After Equifax revealed that a “cybersecurity incident” has potentially exposed the personal information of 143 million Americans, the credit reporting agency set up a website to let consumers know if they may have been affected.
But many Americans, myself included, say the website has left them with more questions than answers.
What you need to know about Equifax’s data breach website
Money expert Clark Howard said this is “absolutely the worst data breach in the history of the modern era,” so it’s understandable why so many people rushed online to see if they had reason to worry.
When you go to EquifaxSecurity2017.com, the first thing you see is a recap of the headlines that have been making news around the world:
- Criminals exploited a U.S.-based website application vulnerability to gain access to certain files
- Unauthorized access occurred from mid-May through July 2017
- Information accessed primarily includes names, Social Security numbers, birth dates, addresses and, in some instances, driver’s license numbers
- Credit card numbers for approximately 209,000 U.S. consumers and certain dispute documents for approximately 182,000 U.S. consumers were accessed
- Unauthorized access to limited personal information for certain U.K. and Canadian residents
Next, Equifax says you can click on “Potential Impact” to find out if you could be affected and sign up for a year of free credit file monitoring and identity theft protection.
When I clicked on that link, I was asked to give my last name and last six digits of my Social Security number.
After filling out the required information, Equifax didn’t provide me with a yes or no answer about whether I was vulnerable. I tried a second time and got this response:
“Based on the information provided, we believe that your personal information was not impacted by this incident.”
Sigh of relief? Not so fast! I got a different answer the third time I tried. Equifax said my personal information may have been impacted by the incident.
So, was I affected or not? I still don’t have a yes or no answer, but it sounds like a maybe.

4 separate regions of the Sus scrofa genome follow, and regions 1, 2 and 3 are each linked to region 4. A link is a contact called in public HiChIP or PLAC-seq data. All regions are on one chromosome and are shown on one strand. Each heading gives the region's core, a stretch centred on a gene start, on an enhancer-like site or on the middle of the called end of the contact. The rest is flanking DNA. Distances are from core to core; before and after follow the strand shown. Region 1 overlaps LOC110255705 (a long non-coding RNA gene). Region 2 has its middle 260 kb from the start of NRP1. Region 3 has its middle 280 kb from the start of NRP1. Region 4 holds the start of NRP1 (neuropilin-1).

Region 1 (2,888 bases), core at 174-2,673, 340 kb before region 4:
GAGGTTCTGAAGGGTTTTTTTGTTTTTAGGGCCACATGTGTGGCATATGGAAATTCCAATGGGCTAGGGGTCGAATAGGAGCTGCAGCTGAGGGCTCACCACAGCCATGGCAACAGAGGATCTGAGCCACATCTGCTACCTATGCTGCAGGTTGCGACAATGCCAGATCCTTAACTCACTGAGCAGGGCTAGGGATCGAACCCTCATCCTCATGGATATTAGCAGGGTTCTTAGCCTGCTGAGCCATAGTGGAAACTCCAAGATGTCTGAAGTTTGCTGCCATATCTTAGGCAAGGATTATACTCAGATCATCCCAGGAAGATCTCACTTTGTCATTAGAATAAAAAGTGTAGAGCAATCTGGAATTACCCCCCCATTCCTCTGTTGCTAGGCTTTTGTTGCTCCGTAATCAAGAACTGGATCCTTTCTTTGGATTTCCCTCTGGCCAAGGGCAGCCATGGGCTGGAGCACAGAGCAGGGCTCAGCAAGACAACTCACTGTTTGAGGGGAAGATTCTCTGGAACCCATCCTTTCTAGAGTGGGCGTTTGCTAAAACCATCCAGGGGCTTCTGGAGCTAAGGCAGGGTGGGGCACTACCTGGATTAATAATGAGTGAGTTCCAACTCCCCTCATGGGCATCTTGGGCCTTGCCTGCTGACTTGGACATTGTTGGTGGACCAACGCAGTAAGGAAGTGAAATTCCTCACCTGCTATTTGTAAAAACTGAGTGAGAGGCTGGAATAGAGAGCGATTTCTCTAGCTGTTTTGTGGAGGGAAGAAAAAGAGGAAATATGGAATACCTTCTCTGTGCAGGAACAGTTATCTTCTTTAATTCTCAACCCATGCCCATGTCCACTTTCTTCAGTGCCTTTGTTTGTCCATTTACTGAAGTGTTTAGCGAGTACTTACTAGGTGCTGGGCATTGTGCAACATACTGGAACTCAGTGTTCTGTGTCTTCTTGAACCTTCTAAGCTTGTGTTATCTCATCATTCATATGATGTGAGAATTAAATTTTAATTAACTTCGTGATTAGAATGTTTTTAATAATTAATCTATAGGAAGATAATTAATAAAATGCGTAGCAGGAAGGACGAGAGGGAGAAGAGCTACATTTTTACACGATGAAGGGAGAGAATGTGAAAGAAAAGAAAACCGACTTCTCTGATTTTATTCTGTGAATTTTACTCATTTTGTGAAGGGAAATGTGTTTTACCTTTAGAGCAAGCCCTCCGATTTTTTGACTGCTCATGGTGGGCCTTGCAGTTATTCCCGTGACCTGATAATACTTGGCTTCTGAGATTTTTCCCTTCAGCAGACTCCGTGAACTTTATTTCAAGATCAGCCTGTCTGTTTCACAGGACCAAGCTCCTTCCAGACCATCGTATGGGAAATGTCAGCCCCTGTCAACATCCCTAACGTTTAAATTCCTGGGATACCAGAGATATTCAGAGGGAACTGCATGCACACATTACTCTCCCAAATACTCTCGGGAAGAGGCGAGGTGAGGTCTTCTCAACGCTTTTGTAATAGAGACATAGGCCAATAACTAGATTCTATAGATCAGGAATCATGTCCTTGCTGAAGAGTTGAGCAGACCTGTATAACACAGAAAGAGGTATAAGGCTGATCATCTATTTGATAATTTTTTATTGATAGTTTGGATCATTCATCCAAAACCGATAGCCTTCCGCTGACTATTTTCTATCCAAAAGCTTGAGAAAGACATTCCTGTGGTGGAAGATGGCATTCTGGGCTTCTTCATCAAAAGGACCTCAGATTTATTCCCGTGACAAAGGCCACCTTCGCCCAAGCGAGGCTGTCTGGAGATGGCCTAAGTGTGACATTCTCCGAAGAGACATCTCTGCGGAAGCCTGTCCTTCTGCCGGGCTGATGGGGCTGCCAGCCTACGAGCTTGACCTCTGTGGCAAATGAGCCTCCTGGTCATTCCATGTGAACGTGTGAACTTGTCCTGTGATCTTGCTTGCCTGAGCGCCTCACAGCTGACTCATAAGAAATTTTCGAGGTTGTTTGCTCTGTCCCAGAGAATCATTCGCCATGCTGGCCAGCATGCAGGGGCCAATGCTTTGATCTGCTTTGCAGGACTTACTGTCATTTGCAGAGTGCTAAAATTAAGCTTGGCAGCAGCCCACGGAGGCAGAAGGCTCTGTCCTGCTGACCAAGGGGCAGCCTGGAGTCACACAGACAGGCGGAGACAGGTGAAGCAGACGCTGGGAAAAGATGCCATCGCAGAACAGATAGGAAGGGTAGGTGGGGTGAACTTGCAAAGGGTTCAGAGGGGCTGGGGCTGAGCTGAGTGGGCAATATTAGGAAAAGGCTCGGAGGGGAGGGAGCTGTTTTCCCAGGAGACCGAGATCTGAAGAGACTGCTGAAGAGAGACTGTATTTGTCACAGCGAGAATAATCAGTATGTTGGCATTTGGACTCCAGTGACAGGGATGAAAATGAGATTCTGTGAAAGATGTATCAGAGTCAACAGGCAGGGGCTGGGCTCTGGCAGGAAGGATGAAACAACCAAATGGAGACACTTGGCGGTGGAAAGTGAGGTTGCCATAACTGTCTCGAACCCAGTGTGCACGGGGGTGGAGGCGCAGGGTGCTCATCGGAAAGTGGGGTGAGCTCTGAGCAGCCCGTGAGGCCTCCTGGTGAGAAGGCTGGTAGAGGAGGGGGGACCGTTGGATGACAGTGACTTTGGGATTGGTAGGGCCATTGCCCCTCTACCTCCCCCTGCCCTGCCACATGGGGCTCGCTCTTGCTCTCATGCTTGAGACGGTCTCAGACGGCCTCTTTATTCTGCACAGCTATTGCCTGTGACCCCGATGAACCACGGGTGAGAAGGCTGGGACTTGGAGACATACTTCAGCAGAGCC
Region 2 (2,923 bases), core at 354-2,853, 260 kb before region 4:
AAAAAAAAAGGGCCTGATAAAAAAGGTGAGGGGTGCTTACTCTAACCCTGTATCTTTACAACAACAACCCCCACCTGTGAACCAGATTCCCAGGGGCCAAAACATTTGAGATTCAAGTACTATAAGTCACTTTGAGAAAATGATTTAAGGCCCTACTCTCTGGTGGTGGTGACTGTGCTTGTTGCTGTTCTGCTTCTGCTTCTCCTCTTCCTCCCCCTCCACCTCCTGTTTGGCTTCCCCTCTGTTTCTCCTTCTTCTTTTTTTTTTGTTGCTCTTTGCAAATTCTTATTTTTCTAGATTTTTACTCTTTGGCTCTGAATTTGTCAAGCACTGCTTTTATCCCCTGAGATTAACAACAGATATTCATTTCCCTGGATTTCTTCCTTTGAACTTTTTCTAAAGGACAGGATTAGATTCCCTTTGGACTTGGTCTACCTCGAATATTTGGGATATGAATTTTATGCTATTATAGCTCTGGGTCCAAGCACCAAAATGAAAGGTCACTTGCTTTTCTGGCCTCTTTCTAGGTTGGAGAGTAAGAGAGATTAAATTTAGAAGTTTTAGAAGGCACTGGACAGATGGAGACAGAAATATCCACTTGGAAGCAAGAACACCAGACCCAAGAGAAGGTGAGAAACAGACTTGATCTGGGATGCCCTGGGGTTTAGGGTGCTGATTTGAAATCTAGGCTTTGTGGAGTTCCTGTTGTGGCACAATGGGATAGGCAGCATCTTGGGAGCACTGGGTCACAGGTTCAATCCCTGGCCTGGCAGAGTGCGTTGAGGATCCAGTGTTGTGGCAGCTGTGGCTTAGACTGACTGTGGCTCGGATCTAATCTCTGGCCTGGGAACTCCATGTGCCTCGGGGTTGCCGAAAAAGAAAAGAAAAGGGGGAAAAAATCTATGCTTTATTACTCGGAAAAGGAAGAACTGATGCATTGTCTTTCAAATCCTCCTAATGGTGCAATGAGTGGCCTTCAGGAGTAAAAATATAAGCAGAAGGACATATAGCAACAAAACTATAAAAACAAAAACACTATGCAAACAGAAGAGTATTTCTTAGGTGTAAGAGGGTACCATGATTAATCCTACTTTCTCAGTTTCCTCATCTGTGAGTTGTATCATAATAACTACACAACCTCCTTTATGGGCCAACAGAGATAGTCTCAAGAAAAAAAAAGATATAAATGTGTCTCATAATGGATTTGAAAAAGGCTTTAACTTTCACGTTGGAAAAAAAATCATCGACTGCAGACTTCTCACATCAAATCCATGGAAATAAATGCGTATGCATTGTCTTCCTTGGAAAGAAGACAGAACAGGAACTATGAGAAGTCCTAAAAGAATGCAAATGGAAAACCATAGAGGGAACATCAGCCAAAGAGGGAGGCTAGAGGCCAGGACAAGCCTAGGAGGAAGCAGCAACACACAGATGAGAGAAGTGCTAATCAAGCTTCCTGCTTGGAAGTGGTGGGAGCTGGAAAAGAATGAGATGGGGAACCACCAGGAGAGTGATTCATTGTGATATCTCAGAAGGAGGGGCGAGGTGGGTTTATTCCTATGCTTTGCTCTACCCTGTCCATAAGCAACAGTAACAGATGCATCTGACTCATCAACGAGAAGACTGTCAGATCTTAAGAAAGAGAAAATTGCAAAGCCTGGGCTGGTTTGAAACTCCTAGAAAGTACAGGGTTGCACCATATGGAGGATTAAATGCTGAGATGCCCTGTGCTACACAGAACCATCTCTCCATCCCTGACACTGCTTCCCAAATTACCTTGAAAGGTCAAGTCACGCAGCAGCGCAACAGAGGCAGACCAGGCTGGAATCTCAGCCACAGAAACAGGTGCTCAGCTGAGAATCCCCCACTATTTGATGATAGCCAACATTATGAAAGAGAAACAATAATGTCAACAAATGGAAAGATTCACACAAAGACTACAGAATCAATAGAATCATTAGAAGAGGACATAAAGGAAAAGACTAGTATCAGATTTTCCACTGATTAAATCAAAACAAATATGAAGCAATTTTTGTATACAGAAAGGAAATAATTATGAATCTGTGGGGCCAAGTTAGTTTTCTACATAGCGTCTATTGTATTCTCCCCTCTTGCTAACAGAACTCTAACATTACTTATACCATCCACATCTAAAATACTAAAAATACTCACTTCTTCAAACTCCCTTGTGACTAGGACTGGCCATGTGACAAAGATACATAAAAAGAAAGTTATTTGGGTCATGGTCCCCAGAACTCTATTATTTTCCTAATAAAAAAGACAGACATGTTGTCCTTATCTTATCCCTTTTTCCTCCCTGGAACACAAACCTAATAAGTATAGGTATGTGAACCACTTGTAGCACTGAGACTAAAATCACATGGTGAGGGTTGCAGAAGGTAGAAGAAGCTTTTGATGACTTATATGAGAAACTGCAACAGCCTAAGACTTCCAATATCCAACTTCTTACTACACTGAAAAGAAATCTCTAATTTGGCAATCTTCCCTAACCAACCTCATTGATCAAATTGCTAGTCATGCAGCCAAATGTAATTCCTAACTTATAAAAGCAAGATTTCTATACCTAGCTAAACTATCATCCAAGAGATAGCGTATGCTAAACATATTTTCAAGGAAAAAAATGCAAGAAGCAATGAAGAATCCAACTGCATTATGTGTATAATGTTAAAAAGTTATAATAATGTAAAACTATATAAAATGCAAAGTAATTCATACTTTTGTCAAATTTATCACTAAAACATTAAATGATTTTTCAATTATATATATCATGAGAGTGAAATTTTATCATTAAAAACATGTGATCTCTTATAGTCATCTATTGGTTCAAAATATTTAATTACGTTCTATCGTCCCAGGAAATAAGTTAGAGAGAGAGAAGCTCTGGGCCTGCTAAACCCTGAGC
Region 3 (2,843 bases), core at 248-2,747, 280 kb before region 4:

Equifax gave me an enrollment date to return to the site to sign up for TrustedID Premier, the complimentary identity theft protection and credit file monitoring.
I then called Equifax’s call center at 866-447-7559 for clarification, but the line was busy. Imagine that.
My next call was to Clark, who said you should not enroll in Equifax’s program! The breach is so severe that the criminals will be able to use this information for decades, so one year of TrustedID Premier won’t do you any good.
“My advice is don’t go to Equifax’s website. Assume you are affected and act accordingly,” Clark said.
In addition, TrustedID Premier’s terms of service state that you waive the right to participate in any future class action lawsuit, should one be filed.
Clark: The only answer is a credit freeze
In this case, the only answer is a credit freeze. It will cost you a few bucks to set up with Equifax, Experian and TransUnion individually, but a credit freeze will shut the criminals down cold.
A credit freeze allows you to seal your credit reports and use a personal identification number (PIN) that only you know and can use to temporarily “thaw” your credit when legitimate applications for credit and services need to be processed. The added layer of security means that thieves can’t establish new credit in your name even if they are able to obtain your personal information.
Freezing your credit files has no impact whatsoever on your existing lines of credit, such as credit cards. You can continue to use them as you regularly would even when your credit is frozen.
The cost ranges from about $3 to $10 per person per bureau to freeze a credit report, although a couple of states have higher fees. Here’s a state-by-state list.
If you won’t do a credit freeze, Clark suggests that you look into Credit Karma’s free credit monitoring.